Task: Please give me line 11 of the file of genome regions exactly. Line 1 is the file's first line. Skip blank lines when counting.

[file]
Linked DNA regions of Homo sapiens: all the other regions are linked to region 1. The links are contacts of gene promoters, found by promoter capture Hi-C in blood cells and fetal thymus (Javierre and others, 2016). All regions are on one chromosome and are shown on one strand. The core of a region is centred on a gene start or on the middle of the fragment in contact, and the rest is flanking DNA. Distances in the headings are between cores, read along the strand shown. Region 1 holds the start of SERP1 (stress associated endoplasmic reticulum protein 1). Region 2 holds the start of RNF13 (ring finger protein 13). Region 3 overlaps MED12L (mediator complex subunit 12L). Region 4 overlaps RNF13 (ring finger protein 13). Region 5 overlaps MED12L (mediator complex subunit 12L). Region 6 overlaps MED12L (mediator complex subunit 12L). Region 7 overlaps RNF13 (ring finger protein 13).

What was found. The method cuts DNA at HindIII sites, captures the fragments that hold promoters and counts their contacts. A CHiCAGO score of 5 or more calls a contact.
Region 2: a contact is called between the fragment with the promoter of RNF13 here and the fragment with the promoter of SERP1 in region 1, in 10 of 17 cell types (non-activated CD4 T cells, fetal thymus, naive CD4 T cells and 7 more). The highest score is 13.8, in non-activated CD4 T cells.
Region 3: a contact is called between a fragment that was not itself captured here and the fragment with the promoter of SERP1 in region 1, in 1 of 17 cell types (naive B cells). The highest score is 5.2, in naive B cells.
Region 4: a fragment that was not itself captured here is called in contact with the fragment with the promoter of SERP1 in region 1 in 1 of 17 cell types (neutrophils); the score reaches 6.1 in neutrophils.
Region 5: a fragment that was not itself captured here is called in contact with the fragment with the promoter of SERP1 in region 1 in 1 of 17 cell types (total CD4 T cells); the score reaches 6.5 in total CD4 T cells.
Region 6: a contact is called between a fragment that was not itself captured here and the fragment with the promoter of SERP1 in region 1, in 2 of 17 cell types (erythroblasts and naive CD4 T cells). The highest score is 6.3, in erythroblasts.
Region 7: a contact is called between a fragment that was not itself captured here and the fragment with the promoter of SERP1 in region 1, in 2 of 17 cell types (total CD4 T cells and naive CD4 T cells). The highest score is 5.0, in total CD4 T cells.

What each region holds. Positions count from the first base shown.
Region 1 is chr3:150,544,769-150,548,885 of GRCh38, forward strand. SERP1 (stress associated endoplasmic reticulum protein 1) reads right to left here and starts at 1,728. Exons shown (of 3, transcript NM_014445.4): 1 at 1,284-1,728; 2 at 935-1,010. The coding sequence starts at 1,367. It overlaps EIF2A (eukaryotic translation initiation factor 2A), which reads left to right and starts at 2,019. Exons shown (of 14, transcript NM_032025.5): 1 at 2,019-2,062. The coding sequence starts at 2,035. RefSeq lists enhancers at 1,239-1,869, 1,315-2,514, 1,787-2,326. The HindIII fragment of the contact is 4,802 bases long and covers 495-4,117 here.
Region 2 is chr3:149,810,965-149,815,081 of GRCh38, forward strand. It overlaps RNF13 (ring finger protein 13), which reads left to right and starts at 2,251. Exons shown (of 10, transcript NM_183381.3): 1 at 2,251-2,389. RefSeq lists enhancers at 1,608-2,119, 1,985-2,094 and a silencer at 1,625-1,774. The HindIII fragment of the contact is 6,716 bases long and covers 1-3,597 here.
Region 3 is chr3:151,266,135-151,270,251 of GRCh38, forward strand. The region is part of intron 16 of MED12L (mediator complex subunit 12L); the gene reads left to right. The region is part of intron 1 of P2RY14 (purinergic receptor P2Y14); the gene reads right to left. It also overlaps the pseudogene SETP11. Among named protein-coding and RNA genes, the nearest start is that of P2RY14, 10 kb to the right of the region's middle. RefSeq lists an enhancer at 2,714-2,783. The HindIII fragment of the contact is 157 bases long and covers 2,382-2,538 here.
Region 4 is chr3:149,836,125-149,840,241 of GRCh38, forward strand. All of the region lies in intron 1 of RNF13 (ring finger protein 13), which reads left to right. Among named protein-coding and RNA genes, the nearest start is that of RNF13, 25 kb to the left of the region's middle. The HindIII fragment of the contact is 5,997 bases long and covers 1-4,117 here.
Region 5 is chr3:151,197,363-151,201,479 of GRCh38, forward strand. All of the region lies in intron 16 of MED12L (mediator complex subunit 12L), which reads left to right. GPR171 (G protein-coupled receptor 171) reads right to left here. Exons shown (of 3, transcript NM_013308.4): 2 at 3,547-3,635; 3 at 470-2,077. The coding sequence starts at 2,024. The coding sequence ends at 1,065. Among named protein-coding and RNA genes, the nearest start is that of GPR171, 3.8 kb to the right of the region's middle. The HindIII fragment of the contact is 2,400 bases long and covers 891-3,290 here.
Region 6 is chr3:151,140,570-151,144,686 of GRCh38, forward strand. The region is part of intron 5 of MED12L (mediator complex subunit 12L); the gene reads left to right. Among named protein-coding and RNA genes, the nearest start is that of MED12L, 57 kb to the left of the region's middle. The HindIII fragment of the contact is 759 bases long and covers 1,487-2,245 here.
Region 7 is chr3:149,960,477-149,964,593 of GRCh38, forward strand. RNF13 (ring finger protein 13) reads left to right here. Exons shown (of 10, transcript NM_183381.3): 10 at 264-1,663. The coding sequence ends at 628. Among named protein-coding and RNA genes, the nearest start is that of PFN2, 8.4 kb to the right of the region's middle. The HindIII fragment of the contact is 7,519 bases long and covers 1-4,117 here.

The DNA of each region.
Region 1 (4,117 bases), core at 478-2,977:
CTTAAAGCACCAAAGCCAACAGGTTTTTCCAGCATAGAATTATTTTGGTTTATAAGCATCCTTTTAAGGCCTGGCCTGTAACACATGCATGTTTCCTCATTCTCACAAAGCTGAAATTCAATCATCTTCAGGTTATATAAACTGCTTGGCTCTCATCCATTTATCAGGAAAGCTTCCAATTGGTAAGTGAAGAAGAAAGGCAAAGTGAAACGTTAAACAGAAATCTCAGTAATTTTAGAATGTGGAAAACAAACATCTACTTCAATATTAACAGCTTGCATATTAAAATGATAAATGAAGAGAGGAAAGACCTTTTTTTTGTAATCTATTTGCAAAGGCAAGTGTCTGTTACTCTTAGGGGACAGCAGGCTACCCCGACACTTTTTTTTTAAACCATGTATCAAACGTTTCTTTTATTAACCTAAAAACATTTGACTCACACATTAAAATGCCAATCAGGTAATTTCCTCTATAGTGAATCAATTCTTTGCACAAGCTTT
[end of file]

Region 2 is chr3:149,810,965-149,815,081 of GRCh38, forward strand. It overlaps RNF13 (ring finger protein 13), which reads left to right and starts at 2,251. Exons shown (of 10, transcript NM_183381.3): 1 at 2,251-2,389. RefSeq lists enhancers at 1,608-2,119, 1,985-2,094 and a silencer at 1,625-1,774. The HindIII fragment of the contact is 6,716 bases long and covers 1-3,597 here.